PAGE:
“ . . . our collective picture of what makes us happy is more about relationships, and less about things.” ~Science Daily
Shortly after we moved into the tiny house in October 2011 my Mom and step-dad, Mahlon, drove to Portland to see the house and to hang out with us. They spent a week in Portland and they helped us do so many things. Together, we cleared out our apartment in Northwest Portland and we moved the last of our belongings into the tiny house. Plus, we ate amazing food together, walked through pumpkin patches on Sauvie Island, and visited friends.
At the time, Mahlon’s health was declining, however he seemed better on this trip. He was on new medication and as a result he had more energy and he wasn’t as forgetful. I felt hopeful that something bad wouldn’t happen to him. Unfortunately seven months after the memorable Portland trip, Mahlon died.
I miss Mahlon. I miss his laugh and I miss his smile. And I miss talking to him on the phone. I still pick up my phone thinking of calling him; to share the latest news and realize I can’t.
The pangs of grief I experienced during Mahlon’s illness and after he died aren’t as intense, but they are still there. Grief is a tricky thing. On one hand, it’s painful. And on the other hand, grief has given me so many gifts. Losing Mahlon reaffirmed why I simplified my life and why I continue to keep working for myself (even when it’s hard).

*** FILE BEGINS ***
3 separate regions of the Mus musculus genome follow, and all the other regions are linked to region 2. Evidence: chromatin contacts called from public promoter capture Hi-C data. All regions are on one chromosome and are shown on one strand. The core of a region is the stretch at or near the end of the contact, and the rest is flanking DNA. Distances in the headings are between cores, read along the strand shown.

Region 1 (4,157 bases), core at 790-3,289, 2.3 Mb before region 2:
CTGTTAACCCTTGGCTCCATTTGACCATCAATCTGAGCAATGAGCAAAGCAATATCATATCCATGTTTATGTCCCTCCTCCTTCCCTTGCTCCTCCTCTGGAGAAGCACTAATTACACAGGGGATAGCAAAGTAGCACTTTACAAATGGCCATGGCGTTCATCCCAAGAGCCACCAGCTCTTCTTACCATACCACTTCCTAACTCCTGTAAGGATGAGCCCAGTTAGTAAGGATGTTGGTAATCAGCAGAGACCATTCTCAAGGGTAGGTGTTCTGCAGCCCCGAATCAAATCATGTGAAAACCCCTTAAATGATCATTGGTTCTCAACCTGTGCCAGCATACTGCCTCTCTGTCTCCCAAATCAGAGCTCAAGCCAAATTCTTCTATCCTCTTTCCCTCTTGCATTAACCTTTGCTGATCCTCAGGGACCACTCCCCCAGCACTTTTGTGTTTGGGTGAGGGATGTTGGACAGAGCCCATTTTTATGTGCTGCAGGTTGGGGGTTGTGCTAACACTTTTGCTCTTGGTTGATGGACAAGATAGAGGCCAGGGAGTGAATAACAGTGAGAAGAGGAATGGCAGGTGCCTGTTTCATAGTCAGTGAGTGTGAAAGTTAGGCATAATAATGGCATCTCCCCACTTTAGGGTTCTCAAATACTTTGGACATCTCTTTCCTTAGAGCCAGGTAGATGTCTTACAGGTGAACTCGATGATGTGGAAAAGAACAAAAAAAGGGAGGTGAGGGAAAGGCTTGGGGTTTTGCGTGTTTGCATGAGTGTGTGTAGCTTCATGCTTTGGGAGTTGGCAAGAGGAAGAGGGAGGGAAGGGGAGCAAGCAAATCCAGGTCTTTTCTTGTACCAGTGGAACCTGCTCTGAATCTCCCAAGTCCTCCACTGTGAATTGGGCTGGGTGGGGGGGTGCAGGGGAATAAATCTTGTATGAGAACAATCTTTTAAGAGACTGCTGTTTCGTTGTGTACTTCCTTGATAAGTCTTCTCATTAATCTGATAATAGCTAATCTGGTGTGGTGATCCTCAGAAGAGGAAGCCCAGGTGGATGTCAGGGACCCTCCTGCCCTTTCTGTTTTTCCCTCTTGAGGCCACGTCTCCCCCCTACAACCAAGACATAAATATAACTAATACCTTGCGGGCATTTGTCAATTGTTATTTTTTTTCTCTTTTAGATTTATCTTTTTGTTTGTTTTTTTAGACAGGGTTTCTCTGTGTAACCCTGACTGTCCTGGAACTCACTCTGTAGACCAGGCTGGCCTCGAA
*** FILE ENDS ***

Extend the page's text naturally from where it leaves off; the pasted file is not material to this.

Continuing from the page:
Life isn’t perfect and it isn’t easy. But there is always room to practice gratitude and to pay attention to your loved ones. Today, I challenge you to reach out to one close friend or family member and . . .
- Make a phone call
- Write a letter
- Send a care-package
- Or give the person a hug
It’s the people in our lives that matter the most, not stuff, money, or trivial worries. Intuitively, I know this to be true and recent happiness studies suggest something similar. Don’t waste the opportunity to show your love, today.
Note: Pictured above is my Grandma Donna, my mom, and Mahlon. We are on top of the Statue of Liberty and I'm behind the camera.